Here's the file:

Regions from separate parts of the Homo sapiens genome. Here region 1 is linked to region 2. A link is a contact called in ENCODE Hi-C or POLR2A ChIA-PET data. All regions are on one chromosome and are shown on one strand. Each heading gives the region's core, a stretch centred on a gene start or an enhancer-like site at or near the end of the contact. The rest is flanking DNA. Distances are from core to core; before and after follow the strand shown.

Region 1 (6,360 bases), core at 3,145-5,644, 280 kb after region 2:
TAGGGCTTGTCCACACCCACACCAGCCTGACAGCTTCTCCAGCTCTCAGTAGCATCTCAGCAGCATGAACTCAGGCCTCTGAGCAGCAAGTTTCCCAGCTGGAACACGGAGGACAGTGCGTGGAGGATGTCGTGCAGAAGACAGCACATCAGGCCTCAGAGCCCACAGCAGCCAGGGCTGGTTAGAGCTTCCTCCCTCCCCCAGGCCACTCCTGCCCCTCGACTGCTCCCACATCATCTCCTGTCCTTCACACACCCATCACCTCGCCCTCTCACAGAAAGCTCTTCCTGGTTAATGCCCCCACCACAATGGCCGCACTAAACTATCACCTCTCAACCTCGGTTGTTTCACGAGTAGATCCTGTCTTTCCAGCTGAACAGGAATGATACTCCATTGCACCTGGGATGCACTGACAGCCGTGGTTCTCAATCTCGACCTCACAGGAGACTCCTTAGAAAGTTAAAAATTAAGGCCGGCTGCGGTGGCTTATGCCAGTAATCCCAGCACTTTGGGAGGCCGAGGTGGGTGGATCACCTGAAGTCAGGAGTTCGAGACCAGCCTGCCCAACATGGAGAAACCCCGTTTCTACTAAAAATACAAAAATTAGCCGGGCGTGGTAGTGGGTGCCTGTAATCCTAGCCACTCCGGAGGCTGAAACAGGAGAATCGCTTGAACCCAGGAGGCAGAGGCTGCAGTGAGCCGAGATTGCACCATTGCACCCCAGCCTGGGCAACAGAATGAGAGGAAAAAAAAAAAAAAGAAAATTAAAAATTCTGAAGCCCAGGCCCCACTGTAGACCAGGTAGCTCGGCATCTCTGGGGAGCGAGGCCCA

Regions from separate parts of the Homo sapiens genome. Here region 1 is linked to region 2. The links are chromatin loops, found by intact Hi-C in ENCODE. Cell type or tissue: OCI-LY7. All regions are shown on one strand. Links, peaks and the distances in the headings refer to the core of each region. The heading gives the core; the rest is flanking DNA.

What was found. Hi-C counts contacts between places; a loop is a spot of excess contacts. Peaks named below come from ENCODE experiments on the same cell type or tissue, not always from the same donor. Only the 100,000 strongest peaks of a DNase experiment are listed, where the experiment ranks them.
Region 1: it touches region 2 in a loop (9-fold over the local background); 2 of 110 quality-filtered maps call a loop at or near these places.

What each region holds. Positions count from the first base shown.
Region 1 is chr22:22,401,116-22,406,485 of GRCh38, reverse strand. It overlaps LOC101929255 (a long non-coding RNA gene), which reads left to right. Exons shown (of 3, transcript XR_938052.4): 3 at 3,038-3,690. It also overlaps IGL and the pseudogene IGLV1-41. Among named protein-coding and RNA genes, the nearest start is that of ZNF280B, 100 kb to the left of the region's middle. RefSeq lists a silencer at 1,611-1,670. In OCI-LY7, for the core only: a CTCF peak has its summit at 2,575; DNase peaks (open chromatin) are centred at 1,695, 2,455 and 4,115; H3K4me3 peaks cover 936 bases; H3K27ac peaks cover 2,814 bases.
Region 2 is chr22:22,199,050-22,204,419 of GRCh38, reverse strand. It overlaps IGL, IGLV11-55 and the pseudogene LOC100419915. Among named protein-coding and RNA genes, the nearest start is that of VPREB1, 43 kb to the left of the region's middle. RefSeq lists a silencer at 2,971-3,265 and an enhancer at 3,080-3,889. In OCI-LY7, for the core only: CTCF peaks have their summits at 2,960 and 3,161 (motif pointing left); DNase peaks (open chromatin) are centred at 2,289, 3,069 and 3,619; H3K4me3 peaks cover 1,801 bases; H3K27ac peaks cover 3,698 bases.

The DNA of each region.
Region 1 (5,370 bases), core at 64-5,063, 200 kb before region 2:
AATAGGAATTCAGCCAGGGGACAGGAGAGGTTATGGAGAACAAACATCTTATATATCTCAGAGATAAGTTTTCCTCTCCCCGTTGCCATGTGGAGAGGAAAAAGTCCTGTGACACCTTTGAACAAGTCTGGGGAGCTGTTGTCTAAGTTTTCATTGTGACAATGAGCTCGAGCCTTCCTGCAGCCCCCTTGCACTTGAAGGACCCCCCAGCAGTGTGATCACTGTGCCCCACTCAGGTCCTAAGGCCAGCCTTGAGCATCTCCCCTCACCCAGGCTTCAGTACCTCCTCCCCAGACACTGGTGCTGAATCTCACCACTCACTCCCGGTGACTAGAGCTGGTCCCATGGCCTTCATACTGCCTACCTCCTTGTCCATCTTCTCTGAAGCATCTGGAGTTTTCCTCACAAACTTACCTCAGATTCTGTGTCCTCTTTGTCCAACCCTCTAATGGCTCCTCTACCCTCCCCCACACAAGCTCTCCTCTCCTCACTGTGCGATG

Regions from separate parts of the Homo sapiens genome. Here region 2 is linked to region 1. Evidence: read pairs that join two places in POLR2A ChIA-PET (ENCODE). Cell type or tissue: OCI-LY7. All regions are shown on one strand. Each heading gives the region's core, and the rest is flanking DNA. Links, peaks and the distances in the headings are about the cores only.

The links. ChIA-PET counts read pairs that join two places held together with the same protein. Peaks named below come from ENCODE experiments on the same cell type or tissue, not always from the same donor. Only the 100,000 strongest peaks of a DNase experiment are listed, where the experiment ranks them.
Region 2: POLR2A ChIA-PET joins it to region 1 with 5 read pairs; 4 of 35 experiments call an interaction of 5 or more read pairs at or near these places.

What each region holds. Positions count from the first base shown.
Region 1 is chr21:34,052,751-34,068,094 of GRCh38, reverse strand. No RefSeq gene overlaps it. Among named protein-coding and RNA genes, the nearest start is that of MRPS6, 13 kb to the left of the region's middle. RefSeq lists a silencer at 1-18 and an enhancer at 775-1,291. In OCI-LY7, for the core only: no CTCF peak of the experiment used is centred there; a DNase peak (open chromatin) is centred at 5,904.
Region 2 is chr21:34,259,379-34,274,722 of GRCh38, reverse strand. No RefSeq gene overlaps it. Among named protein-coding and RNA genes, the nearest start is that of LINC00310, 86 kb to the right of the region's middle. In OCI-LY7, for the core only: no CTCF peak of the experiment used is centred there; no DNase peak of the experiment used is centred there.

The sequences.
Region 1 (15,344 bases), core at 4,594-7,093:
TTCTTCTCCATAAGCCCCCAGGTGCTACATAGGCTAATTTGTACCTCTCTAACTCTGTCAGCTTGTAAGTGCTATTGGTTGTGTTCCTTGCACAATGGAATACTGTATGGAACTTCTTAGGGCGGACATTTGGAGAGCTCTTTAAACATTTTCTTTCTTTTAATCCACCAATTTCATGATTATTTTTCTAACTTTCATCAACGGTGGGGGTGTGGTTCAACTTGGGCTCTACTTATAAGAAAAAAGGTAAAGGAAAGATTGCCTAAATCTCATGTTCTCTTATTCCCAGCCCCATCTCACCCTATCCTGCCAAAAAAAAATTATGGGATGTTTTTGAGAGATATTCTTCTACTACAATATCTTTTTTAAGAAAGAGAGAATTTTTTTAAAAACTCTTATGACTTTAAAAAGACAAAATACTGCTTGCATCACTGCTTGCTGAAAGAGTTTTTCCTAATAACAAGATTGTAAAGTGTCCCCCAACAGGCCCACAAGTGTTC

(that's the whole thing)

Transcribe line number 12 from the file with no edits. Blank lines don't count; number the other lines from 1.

AATAGGAATTCAGCCAGGGGACAGGAGAGGTTATGGAGAACAAACATCTTATATATCTCAGAGATAAGTTTTCCTCTCCCCGTTGCCATGTGGAGAGGAAAAAGTCCTGTGACACCTTTGAACAAGTCTGGGGAGCTGTTGTCTAAGTTTTCATTGTGACAATGAGCTCGAGCCTTCCTGCAGCCCCCTTGCACTTGAAGGACCCCCCAGCAGTGTGATCACTGTGCCCCACTCAGGTCCTAAGGCCAGCCTTGAGCATCTCCCCTCACCCAGGCTTCAGTACCTCCTCCCCAGACACTGGTGCTGAATCTCACCACTCACTCCCGGTGACTAGAGCTGGTCCCATGGCCTTCATACTGCCTACCTCCTTGTCCATCTTCTCTGAAGCATCTGGAGTTTTCCTCACAAACTTACCTCAGATTCTGTGTCCTCTTTGTCCAACCCTCTAATGGCTCCTCTACCCTCCCCCACACAAGCTCTCCTCTCCTCACTGTGCGATG